When Don Fuesler was 19, he met a fresh-faced kid from Washington who claimed that his corner of the union was “God’s country.” After sharing some laughs he urged Don to make a visit someday. Unfortunately, the two were entrenched on the front lines of World War II—an about face from the scenic views of Washington.

Months before, Don arrived in the icy waters a mile off Omaha Beach. He was forced to either rip free from his heavy pack or drown. Luckily he was skinny enough to wriggle free, swim to shore and survive his first grueling brawl in combat. This was just one of nearly a dozen times he faced death during his 157-day tour that helped liberate the city of Metz from Nazi Germany. It was an experience of trauma and triumph that imprinted him deeply and decorated him with 20 military medals, including the Légion d’honneur—the highest French order for military merits.

Don says that in war, “You come to realize how valuable any one life is, including yours, and that everything should and needed to be done in order to preserve that life.”

This realization is part of what led him into the medical field after war. He also reconnected with his high school sweetheart, Margaret, and the two were soon married. Living meagerly and working as a team they put Don through medical school, moved west for an internship and eventually opened a general practice in Longview, Washington of all places.

Don’s passion became patients rather than any one area of expertise. This allowed him to do almost everything needed to ensure that each of his patients could lead healthy lives. For 23 years, he performed surgeries, set fractures and delivered what he estimates as 1,000 babies for local families. Along the way, he and Margaret brought three of their own into the world.

They also discovered a call to help others in their community. Margaret became active with the Longview Junior Service League, and after retirement Don got involved with numerous boards.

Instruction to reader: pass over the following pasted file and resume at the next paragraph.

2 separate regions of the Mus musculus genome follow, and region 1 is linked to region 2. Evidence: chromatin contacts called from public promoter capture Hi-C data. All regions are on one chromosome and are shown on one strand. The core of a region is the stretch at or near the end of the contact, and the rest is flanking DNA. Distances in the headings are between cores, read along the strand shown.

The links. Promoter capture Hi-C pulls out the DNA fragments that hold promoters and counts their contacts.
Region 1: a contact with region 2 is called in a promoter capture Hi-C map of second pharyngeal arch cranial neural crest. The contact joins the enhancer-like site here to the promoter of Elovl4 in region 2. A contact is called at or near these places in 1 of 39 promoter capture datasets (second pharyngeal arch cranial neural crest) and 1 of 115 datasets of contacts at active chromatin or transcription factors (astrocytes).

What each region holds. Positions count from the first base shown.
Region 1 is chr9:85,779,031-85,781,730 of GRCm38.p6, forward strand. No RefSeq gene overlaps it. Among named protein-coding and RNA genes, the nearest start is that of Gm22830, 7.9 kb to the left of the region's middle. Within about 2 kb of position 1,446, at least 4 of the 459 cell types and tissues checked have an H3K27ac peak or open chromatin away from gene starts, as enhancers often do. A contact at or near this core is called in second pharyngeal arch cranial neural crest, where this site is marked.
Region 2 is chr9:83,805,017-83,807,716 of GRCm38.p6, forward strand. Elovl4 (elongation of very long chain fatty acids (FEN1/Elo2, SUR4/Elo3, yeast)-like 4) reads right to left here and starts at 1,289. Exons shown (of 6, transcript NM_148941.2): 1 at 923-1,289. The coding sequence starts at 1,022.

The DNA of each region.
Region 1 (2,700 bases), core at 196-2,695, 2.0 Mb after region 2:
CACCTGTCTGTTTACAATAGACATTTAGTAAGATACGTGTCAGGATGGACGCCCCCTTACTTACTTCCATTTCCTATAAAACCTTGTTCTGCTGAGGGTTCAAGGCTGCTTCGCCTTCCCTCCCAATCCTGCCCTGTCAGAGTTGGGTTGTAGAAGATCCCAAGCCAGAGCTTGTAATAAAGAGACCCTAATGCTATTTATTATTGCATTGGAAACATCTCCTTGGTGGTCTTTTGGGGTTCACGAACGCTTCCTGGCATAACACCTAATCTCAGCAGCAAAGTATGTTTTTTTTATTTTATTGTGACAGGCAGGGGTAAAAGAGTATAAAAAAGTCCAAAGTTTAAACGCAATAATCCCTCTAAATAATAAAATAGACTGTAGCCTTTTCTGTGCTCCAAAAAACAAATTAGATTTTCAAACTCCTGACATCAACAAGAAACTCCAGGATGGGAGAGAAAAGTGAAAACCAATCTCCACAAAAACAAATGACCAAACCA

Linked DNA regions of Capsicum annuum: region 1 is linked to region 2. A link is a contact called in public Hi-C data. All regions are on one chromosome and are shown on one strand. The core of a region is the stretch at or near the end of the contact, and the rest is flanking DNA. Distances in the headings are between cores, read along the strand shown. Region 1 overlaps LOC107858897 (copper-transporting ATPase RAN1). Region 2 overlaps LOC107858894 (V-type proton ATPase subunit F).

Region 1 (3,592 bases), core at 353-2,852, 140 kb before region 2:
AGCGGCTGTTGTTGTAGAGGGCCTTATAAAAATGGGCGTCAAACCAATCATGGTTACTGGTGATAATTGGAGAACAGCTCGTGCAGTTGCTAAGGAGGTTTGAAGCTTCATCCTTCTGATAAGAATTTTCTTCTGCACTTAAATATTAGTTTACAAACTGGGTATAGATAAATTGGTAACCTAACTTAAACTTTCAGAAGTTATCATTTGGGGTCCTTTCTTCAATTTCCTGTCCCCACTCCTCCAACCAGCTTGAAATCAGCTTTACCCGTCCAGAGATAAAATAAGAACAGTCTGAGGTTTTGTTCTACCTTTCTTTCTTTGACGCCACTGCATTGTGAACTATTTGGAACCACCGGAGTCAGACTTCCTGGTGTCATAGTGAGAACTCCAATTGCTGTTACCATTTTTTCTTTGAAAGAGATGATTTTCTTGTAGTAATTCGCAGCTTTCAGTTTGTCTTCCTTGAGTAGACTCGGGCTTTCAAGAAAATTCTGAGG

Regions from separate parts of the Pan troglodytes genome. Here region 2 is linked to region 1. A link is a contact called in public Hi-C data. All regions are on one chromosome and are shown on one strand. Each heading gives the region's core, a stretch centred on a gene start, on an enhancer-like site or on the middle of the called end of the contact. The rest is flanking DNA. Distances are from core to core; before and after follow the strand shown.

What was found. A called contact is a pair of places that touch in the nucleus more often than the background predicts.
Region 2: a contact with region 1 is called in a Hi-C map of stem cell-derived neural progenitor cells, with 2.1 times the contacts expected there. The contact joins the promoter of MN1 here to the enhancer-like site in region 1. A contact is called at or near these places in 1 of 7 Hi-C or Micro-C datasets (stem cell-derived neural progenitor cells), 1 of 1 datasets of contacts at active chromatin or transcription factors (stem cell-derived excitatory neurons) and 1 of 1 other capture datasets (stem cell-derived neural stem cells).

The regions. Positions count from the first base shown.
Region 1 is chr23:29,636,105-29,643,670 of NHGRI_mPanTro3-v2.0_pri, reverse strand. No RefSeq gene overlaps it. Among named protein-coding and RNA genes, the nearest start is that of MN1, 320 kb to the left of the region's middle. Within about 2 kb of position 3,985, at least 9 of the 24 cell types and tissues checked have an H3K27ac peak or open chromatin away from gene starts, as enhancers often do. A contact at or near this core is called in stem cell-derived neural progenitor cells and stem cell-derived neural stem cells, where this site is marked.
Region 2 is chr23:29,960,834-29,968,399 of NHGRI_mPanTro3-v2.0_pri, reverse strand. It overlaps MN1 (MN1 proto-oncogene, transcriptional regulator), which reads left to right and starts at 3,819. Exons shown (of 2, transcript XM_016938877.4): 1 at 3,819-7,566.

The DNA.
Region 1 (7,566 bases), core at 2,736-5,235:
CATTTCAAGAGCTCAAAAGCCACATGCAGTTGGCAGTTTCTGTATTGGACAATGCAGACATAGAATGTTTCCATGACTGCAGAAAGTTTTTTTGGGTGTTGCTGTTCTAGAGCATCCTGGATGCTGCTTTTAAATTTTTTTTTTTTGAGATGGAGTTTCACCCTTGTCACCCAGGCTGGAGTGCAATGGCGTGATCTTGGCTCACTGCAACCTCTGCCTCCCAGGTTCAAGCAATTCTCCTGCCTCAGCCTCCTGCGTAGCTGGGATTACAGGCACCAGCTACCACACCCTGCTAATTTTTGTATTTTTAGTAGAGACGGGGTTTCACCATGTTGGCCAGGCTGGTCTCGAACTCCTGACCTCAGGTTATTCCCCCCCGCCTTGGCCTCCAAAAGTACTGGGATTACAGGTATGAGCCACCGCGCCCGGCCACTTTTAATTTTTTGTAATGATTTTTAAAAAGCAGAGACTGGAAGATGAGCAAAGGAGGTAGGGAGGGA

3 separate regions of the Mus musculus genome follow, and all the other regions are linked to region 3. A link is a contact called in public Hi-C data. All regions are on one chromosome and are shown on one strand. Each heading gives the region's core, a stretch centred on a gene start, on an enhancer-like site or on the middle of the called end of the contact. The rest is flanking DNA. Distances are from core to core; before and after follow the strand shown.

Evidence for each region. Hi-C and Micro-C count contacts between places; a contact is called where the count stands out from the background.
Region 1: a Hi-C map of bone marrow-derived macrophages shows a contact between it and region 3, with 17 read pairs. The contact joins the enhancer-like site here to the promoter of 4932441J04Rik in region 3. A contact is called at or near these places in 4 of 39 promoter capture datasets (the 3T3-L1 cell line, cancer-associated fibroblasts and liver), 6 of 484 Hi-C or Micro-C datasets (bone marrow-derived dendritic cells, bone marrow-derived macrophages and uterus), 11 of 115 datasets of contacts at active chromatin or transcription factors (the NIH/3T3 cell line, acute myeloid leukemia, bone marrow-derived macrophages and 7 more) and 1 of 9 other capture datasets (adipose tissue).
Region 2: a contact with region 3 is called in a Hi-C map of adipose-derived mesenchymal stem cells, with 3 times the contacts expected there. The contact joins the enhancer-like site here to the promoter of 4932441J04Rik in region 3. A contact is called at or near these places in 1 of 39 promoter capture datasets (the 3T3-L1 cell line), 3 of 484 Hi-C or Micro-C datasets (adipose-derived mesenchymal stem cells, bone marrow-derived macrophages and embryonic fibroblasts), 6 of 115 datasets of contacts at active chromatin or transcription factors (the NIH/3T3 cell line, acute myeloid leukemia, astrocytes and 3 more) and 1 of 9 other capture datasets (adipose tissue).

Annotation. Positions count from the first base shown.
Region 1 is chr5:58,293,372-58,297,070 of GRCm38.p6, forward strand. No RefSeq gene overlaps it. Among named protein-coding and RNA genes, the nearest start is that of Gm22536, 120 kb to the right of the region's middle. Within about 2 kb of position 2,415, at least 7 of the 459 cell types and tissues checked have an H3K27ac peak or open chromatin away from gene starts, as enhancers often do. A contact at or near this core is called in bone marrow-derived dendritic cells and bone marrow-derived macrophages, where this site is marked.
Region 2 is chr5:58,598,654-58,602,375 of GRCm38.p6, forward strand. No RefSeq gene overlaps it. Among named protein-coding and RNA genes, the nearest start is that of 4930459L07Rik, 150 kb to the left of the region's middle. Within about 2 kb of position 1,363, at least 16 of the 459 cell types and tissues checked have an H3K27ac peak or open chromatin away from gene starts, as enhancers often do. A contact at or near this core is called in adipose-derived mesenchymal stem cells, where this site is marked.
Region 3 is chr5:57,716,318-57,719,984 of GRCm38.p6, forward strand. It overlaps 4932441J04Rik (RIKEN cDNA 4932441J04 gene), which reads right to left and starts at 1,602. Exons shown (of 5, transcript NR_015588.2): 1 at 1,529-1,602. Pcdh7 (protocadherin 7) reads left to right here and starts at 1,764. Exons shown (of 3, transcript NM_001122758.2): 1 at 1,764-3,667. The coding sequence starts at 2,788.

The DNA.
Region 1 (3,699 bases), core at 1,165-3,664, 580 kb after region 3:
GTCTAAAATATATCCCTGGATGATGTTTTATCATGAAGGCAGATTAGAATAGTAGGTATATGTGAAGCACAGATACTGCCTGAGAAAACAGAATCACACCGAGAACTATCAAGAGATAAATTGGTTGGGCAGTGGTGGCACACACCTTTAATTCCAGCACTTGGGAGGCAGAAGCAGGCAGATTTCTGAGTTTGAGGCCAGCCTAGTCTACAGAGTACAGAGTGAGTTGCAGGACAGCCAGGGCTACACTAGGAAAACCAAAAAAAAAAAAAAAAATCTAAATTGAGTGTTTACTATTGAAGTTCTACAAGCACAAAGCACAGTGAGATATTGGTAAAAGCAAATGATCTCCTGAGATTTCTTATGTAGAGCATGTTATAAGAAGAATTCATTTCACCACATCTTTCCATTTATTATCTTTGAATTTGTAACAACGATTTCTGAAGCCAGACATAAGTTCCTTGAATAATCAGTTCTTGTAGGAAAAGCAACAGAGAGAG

don-fuesler-quoteTo better manage their charitable pursuits, the Fueslers opened a Donor Advised Fund at the Community Foundation and gave generously to Cowlitz County organizations addressing causes like arts and culture, education, basic needs and health.

In 2015, they decided to double down on their legacy of caring in Longview by giving $50,000 to the Cowlitz County Community Endowment Fund. This endowed gift is an investment that will grow over time and support local nonprofits year after year. The investment also ensures that the entire community is able to enjoy the same treasures that the Fueslers love about Longview and Washington state.

“I wanted to share with the community what they have given to me, because I’m grateful for the life we’ve had here,” Don said.

Don still remembers the young replacement soldier who told him to visit Washington. While the war robbed Don of the chance to thank him for the advice, he and Margaret have certainly shown their gratitude through local giving. Together, they have made Cowlitz County an even better place and shown that legacies of compassion and generosity can grow from even the darkest of places.